The Energy Act 2023, which the government have called the “biggest piece of energy legislation in the UK’s history” received Royal Assent and passed through parliament on 26th October 2023.
This vast and comprehensive Act aims to transform the energy system, enhance energy security and resilience while securing long-term affordability and ultimately, deliver net zero. The Act is expected to leverage an additional £1bn of private investment, generating growth in new technologies and clean energy whilst boosting employment opportunities.
Regulation Manager, Andrew Jones looks at some key aspects of the Energy Act and what these may mean for customers in the coming years.
“As the scope of this Act is vast and wide ranging, several aspects still require further legislation, so we won’t see all parts start to take effect immediately. We do know this act will bring a significant overhaul to the UK energy regulation framework with provisions that range from; new licensing of carbon transportation and storage; changes to the scope of Ofgem’s remit as they now become the UK’s official regulator of heat networks with an additional mandate to support government to reach net zero by 2050; to the new formation of a public corporation, the Future System Operator (FSO).
The FSO will now be responsible for turning government policy into strategy, aimed at delivering a coordinated response across both the gas and electricity systems, which has never been done before, to deliver the energy transition and ensure system efficiency in order to reduce cost for consumers.
Additional processes will also be put in place to provide a new framework with funding for the UK hydrogen industry and further legislation in place for a low carbon heat scheme. This is a very brief overview of what this Act will bring and based on the information we’ve had since the announcement in October; I’ve outlined a range of key benefits this will bring to customers and discuss two fundamental areas which will hold significance starting from 2025.
Key benefits for businesses:
- Reduce costs and improve competitiveness – through increased efficiency, we expect to see lower cost of energy.
- New investment opportunities – with an additional £1bn of private investment and a clear framework for businesses to invest in the clean energy sector and energy storage we should see this area gain momentum
- Clarity on the UK’s future energy policy and strategy – providing UK businesses with a clear view on long term plans
The first area I’d like to touch on is a hydrogen levy on gas shippers to support the development of hydrogen in the UK. In late 2026 the levy will be introduced, but until then the costs will be picked up by the Treasury. Draft of the levy rules will take place next year as part of the industry consultation process, but the current understanding is it will support hydrogen production and not the construction of new capacity. The impact on customer bills is not yet known as it is dependent on how quickly hydrogen production increases.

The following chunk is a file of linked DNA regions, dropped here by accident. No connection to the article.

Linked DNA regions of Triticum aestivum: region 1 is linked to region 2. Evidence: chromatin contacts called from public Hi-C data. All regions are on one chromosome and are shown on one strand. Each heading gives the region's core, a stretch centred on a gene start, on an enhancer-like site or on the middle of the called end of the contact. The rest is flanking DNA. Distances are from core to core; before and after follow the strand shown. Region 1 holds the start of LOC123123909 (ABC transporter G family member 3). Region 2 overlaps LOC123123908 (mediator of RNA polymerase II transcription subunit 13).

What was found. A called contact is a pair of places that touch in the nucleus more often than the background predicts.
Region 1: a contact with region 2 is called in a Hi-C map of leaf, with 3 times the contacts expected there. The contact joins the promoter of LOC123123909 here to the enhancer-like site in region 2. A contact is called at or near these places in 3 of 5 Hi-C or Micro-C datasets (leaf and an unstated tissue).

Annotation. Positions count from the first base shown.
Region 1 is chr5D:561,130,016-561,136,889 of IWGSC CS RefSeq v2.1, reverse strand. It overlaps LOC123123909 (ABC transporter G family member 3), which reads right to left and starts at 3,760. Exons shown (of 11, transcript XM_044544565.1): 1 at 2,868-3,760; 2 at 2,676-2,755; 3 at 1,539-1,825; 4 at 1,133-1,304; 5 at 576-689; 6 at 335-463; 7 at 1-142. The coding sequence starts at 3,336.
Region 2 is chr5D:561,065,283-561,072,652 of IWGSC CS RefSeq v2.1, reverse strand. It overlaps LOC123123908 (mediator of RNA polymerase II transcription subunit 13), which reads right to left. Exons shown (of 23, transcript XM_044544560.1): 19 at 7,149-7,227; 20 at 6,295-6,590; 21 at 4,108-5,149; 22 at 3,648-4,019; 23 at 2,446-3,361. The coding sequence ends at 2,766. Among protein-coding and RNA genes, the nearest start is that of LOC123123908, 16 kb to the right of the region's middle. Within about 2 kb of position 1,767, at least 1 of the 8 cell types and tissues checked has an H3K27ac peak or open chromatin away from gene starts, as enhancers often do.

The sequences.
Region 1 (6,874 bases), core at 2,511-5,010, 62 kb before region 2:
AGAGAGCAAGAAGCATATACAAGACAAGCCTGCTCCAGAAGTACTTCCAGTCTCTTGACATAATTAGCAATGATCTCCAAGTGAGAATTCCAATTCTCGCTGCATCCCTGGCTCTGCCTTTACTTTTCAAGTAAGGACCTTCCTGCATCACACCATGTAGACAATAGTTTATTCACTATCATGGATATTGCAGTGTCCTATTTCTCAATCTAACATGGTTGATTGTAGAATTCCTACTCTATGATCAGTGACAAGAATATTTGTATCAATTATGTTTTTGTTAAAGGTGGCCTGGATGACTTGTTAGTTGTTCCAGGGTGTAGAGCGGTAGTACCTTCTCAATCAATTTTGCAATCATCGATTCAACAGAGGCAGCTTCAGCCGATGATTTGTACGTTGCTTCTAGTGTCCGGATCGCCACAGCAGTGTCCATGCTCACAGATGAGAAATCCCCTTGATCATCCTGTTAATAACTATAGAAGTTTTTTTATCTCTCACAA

Energy Intensive Industries (EII) Support Levy
The second area is an Energy Intensive Industries (EII) support levy. EII’s in the UK have faced the steepest industrial electricity prices in Europe. Providing targeted measures to ensure the energy costs for key UK industries are in line with other major economies around the world will level the playing field for British companies.
This new support will; increase the level of exemption on Feed in Tariffs, Renewables Obligations and Contracts for Difference provided through the EII Exemption Scheme to 100%.
A 100% exemption on Capacity Market Charges will be implemented along with compensation on network charging costs, which are costs users pay for the use of the electricity grid. The levy is due to be implemented in April 2025 and is expected to increase electricity costs for non-eligible businesses by £1/MWh. There are still elements that need to be fully understood, such as if the EII has to also pay these costs and reclaim them back or if they’ll be exempt.
I very much welcome the Energy Act 2023, and with critical focus placed on hydrogen which I believe will be vital component in achieving net zero, this will pave the way for future development in securing our energy security and ultimately delivering a decarbonized energy system. This is a positive step for the UK and in the coming months, we expect secondary legislation to follow which will outline exactly how the new set of provisions within the Act will operate.”
Click HERE to download the Energy Act 2023 and to find out more information.